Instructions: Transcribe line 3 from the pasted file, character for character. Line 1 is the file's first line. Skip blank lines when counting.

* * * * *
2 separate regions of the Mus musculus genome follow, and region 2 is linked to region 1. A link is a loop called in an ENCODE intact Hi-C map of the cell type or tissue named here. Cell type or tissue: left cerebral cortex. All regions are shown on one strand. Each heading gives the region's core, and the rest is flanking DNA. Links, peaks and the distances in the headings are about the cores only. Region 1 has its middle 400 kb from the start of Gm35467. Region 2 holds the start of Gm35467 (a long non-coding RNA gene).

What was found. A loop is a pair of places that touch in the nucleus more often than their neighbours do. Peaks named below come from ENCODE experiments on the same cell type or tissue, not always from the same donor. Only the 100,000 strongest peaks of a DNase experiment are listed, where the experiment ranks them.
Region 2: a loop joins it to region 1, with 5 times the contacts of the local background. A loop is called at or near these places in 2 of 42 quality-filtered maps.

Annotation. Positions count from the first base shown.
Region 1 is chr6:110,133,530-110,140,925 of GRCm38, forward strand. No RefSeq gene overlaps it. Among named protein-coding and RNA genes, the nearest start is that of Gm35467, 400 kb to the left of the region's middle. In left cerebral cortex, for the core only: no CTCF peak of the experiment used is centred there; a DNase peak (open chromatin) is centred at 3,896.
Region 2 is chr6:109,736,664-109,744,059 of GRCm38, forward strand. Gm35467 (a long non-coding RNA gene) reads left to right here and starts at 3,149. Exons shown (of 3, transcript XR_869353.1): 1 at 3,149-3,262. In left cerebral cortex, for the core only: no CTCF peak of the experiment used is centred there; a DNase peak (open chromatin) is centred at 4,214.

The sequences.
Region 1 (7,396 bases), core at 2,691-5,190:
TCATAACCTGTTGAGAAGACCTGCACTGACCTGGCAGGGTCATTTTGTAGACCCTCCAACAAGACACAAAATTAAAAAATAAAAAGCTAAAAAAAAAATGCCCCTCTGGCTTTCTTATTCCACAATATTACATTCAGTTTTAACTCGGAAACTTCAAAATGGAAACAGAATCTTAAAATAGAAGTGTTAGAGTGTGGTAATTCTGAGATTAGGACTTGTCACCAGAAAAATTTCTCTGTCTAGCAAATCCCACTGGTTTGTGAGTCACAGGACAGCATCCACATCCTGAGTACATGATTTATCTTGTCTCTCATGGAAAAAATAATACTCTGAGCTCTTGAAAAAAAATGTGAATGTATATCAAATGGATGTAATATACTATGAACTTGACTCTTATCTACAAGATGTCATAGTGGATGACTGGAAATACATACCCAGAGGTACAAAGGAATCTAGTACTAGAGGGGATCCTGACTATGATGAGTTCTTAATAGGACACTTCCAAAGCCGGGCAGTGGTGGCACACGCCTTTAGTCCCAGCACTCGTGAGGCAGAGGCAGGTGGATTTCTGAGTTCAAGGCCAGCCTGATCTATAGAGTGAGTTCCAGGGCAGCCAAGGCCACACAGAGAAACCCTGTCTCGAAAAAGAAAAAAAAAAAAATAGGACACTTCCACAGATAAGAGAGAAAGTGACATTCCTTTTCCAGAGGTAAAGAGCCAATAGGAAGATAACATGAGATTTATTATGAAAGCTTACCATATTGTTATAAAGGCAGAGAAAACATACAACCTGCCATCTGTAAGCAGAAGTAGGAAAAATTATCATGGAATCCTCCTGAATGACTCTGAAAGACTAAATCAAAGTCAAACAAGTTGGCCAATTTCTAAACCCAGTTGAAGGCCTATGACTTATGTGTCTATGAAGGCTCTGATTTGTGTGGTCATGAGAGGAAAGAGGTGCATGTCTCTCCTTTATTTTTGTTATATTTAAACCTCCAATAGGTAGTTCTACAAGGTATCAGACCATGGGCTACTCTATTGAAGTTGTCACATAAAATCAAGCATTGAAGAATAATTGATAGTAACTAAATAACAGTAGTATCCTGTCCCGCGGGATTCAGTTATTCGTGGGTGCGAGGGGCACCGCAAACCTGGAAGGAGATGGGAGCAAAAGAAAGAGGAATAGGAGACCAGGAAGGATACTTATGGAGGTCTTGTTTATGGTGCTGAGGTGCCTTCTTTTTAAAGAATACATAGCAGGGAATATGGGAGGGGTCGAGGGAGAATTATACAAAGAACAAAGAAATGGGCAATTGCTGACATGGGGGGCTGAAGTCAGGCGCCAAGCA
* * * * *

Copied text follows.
Region 2: a loop joins it to region 1, with 5 times the contacts of the local background. A loop is called at or near these places in 2 of 42 quality-filtered maps.